What’s going on?
The study said that most people who recovered from COVID-19 have immune cells to fight off the virus and prevent illness for eight months after the infection.
- There is a slow rate of decline after that, which suggests that “cells may persist in the body for a very, very long time to come,” according to The Seattle Times.
- The study has not been peer-reviewed or published in a scientific journal. It was published online.
- Per The Seattle Times, the findings offer some relief to experts who are worried that immunity will be short-lived.
- “That amount of memory would likely prevent the vast majority of people from getting hospitalized disease, severe disease, for many years,” said Shane Crotty, a virologist at the La Jolla Institute of Immunology who co-led the new study, according to The Seattle Times.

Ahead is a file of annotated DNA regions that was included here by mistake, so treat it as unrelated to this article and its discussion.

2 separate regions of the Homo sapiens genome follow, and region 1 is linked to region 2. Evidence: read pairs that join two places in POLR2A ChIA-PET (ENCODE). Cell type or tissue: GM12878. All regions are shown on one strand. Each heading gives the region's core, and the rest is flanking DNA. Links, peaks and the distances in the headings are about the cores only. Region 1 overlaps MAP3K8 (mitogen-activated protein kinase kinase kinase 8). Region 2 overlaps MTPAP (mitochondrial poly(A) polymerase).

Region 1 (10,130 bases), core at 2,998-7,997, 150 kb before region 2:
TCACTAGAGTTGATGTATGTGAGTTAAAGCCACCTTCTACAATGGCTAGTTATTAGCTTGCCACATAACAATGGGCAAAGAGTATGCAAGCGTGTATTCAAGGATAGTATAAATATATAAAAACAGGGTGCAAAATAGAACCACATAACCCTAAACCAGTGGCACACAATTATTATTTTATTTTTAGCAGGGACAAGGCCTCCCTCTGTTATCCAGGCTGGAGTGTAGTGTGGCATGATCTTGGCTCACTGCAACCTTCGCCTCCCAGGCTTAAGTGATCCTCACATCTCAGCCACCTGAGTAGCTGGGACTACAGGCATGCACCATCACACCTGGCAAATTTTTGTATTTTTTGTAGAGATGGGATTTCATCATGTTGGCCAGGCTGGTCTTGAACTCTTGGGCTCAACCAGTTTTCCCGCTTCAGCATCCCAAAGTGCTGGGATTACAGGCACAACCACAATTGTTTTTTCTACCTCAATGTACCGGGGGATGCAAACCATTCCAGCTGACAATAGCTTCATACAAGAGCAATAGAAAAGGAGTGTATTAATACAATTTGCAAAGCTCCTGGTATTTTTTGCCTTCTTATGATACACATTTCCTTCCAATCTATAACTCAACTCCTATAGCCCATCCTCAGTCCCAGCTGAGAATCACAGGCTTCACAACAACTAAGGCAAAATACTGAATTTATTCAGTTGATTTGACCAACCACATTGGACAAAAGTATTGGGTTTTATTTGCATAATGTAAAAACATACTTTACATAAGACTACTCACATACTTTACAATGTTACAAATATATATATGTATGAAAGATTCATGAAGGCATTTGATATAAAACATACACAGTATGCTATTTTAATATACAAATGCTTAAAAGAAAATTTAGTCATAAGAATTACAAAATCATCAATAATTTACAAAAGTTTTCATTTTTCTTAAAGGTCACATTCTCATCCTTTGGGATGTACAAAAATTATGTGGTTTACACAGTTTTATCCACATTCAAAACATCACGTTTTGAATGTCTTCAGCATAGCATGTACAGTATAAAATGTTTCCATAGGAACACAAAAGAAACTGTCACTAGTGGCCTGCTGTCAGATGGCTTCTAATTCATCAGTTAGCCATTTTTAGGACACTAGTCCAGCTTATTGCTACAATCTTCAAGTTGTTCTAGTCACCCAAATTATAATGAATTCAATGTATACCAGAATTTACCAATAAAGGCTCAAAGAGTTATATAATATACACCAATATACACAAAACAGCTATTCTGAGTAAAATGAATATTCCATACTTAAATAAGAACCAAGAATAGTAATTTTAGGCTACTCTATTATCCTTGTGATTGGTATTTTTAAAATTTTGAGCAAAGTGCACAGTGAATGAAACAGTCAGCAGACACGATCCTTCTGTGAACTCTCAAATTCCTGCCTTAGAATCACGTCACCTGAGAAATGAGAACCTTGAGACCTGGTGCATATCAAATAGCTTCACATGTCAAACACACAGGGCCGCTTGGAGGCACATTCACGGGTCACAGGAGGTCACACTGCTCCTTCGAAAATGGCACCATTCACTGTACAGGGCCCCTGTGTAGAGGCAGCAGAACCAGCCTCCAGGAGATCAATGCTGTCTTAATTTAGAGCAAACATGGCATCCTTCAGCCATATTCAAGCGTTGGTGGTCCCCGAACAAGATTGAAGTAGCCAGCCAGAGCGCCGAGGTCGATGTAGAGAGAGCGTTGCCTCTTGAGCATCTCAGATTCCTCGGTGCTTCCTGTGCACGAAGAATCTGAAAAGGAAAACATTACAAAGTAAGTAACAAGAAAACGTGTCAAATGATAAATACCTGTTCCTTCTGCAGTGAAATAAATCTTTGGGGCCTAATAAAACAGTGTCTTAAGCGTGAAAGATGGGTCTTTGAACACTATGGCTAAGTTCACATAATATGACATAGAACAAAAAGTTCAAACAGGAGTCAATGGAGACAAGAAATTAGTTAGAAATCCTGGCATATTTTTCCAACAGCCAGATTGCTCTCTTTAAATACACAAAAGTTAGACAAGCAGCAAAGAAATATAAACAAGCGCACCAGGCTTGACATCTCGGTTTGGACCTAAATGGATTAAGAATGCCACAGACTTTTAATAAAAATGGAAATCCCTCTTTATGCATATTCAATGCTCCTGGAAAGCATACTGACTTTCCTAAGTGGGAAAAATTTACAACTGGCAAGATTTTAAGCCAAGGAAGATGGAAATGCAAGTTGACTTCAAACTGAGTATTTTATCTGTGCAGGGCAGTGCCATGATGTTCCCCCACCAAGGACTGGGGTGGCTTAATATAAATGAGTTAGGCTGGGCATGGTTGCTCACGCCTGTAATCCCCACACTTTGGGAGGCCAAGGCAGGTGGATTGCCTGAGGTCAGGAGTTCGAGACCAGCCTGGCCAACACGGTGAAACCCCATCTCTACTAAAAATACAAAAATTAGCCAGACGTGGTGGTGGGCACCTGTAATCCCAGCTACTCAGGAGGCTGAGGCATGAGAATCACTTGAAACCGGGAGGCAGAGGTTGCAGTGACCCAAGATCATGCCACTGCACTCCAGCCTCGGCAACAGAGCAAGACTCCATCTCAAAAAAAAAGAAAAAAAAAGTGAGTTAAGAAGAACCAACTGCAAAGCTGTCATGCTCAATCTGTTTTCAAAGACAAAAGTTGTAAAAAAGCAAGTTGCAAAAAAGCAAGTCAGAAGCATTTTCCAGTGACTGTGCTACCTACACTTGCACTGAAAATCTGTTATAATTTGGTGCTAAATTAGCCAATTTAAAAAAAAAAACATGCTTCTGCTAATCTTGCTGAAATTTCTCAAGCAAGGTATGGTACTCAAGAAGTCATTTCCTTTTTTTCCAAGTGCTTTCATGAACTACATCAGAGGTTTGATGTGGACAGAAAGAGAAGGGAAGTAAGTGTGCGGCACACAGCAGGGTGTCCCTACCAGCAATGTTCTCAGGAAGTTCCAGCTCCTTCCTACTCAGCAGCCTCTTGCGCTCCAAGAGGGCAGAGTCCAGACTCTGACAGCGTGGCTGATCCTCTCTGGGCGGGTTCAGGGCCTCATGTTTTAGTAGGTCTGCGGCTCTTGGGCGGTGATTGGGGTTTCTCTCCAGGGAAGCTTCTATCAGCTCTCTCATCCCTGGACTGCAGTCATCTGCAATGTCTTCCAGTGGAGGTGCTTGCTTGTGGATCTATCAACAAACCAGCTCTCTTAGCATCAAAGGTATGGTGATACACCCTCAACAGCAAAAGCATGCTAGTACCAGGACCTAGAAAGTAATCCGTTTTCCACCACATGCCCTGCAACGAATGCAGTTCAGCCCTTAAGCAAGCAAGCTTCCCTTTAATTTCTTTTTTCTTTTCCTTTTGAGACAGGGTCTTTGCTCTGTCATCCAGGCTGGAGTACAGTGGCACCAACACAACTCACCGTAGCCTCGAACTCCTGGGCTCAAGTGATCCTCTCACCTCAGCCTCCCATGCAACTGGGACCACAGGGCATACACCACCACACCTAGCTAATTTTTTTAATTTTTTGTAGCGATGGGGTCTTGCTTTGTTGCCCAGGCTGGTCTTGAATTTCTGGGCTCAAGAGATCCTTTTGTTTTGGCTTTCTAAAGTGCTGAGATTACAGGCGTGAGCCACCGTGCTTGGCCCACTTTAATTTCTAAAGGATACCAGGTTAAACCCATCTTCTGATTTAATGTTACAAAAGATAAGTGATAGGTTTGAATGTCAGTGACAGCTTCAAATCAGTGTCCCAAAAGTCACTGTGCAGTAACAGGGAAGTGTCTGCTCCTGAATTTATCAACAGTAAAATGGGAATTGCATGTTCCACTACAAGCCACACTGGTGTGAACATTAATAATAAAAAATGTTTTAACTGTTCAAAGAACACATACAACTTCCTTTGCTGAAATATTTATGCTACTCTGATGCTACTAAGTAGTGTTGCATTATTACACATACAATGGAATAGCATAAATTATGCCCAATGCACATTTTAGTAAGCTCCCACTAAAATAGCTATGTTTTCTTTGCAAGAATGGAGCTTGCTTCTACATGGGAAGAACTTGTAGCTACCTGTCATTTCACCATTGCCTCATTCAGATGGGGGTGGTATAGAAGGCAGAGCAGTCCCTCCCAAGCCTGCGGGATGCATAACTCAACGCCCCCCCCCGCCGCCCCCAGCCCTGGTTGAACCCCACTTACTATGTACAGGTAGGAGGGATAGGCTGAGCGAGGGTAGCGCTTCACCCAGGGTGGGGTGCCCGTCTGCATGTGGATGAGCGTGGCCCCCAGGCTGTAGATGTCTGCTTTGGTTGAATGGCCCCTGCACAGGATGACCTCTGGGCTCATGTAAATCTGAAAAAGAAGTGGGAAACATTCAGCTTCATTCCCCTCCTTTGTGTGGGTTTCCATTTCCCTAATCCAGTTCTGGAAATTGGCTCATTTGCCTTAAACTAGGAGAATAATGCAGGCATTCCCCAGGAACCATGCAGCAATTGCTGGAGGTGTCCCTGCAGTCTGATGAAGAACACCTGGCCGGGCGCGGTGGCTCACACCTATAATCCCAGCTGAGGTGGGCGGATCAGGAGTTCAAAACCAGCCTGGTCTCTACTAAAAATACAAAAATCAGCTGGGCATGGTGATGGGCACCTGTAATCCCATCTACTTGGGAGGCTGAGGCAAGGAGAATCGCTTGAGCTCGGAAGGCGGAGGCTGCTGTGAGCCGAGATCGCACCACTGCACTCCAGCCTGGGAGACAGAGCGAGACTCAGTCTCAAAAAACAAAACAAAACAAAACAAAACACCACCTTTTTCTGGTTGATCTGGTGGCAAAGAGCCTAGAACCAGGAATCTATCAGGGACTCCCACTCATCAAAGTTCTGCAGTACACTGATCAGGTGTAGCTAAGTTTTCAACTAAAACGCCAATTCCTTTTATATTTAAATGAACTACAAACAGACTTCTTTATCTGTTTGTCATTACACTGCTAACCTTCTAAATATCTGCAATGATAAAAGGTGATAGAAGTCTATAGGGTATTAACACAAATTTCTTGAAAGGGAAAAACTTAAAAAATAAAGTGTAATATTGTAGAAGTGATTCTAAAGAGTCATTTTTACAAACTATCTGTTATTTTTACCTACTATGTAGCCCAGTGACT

In November, a study found that immunity cells fight off COVID-19 within six months after the first infection, as I wrote for the Deseret News. The study said there was a “robust T-cell responses” in coronavirus patients about six months after infection.
In September, a separate study published in the New England Journal of Medicine found humans create new antibodies to fight COVID-19 one or two months after infection. The antibodies reportedly last for four months.